Also relevant to the Karabakh conflict are policies of Turkey and Iran. Turkey is the only NATO member to directly support Azerbaijan. Iran is a status quo power, opposed to both military escalation and involvement of external powers in a potential peacekeeping operation. Russia’s position is closer to Iran, but different when it comes to the updated Madrid principles, which assumes presence of external peacekeepers.

 

Unlike in Abkhazia and South Ossetia, Russia is not ready to recognize the NKR or otherwise take sides between Armenia & Azerbaijan. This doesn’t mean that Russia is an absolute status quo power. If tomorrow Azerbaijan were to attack Armenian borders outside Karabakh, e.g. in Tavush or towards Sevan, that are part of the Republic of Armenia proper, Russia might change its position.

 

ES: In the West, and to some extent in Armenia and Azerbaijan, the notion that Russia is not interested in the resolution of the Karabakh conflict is quite popular. What is your view of this?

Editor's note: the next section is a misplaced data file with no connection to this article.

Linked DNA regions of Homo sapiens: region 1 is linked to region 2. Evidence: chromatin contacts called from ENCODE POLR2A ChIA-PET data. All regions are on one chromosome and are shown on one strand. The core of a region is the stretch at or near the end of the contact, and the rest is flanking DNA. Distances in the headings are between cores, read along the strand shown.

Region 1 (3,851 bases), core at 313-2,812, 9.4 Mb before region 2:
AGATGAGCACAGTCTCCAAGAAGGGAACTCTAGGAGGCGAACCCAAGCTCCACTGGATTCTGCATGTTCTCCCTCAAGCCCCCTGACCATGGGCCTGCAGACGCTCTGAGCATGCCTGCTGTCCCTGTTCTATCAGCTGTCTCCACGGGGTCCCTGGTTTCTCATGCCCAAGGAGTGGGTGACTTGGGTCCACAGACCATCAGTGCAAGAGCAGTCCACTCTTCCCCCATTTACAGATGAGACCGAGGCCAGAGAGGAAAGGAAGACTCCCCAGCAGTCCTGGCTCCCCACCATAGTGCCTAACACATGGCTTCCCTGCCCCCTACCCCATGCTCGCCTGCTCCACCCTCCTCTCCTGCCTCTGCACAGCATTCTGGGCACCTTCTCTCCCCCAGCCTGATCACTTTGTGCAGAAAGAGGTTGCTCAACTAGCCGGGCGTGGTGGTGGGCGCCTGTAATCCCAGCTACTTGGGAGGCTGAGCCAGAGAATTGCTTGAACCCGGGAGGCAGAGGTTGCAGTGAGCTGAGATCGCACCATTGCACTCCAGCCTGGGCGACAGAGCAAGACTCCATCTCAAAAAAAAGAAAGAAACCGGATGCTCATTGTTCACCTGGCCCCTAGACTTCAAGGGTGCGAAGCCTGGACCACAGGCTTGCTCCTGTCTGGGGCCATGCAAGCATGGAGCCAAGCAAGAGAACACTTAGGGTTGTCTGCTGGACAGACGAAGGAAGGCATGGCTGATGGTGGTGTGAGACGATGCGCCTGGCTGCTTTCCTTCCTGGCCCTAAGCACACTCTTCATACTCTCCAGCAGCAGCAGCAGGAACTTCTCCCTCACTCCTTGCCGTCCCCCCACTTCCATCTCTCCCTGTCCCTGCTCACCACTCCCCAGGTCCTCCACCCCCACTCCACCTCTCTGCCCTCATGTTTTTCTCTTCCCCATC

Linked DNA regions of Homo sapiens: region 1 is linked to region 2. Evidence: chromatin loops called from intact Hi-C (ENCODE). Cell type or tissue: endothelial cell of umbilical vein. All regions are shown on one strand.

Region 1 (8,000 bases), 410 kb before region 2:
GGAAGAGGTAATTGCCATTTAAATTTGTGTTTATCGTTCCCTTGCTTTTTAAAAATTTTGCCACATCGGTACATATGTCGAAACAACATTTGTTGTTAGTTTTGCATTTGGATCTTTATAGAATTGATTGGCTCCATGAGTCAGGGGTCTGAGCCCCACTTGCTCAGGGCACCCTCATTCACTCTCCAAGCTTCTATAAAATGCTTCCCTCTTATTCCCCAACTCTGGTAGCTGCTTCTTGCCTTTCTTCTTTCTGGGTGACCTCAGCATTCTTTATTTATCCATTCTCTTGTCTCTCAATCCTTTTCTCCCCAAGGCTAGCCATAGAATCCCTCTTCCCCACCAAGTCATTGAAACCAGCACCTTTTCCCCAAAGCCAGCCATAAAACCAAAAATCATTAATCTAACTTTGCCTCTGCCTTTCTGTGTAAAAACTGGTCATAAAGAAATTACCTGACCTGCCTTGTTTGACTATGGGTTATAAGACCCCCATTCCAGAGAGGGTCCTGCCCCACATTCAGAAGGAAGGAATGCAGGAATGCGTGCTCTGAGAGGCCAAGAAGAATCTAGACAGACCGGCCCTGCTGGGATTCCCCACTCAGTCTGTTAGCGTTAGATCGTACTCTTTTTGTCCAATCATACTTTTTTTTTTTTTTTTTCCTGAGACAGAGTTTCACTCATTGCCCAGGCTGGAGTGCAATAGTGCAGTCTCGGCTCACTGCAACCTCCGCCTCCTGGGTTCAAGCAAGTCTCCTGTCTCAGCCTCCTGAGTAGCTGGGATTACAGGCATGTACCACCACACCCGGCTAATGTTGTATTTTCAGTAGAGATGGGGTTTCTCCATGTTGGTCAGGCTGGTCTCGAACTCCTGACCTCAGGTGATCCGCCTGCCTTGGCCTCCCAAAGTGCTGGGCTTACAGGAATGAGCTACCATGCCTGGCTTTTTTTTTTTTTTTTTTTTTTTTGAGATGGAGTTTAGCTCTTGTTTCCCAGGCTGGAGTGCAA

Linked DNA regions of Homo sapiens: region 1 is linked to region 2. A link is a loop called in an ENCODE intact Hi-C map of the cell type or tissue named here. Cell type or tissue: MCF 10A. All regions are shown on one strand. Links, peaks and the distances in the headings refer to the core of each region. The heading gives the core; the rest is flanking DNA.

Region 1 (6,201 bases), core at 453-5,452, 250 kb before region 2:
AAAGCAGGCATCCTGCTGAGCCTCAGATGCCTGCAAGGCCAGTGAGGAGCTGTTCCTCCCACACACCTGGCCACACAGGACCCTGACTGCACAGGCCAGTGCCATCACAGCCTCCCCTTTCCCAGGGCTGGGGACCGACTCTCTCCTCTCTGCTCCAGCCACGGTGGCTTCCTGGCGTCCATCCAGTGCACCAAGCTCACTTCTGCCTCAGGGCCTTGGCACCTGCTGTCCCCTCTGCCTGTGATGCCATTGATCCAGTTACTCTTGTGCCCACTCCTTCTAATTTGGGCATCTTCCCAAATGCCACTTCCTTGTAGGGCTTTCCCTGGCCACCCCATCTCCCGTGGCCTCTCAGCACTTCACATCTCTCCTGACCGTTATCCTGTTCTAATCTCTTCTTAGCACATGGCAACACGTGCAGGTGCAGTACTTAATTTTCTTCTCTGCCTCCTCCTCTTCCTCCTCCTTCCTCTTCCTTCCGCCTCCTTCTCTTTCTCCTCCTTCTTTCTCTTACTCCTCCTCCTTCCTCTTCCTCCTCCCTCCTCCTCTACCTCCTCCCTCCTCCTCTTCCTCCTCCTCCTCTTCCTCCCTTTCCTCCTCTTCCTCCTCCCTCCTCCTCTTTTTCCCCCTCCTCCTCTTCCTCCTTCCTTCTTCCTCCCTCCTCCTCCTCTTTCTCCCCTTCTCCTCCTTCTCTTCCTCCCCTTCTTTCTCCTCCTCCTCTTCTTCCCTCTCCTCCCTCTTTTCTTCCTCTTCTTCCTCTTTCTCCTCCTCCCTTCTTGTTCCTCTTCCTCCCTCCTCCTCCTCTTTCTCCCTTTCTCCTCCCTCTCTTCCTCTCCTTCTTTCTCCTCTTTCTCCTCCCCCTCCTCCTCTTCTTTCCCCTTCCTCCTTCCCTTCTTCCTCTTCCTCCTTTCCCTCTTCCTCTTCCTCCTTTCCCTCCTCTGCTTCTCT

SM: This notion could be accepted if Armenian & Azerbaijani governments were ready to reach a compromise and Russia was opposed to it. In fact, both states have maximalist requirements that are contradictory to one another. Russia cannot make a deal instead of Armenia and Azerbaijan. Perhaps, Russia might be faulted for not being ready to accelerate the peace process, but that is primarily because the Russian government does not see propitious ground for a diplomatic breakthrough.

 

For Russia, Karabakh is not at the top of its agenda. There are issues with the West, Ukraine, issues in the Far East with China that are deemed more important. Russia prefers the Karabakh status quo to an escalation, but that is not the same as preferring the conflict to its resolution.

 

There have been multiple mediating initiatives with the Russian involvement, the achievements that have been made include the 1994 cease-fire agreements, the Meindorf declaration of November 2008, and most recently the April 2016 cease-fire. These efforts were also supported by the West.

 

ES: When it comes to Russian policies, the weapons sales to Azerbaijan is one of the most controversial. What do you believe motivated Moscow to begin large-scale weapons sales to Baku, roughly since 2008? Were Armenia’s talks with the European Union towards an association agreement a significant factor?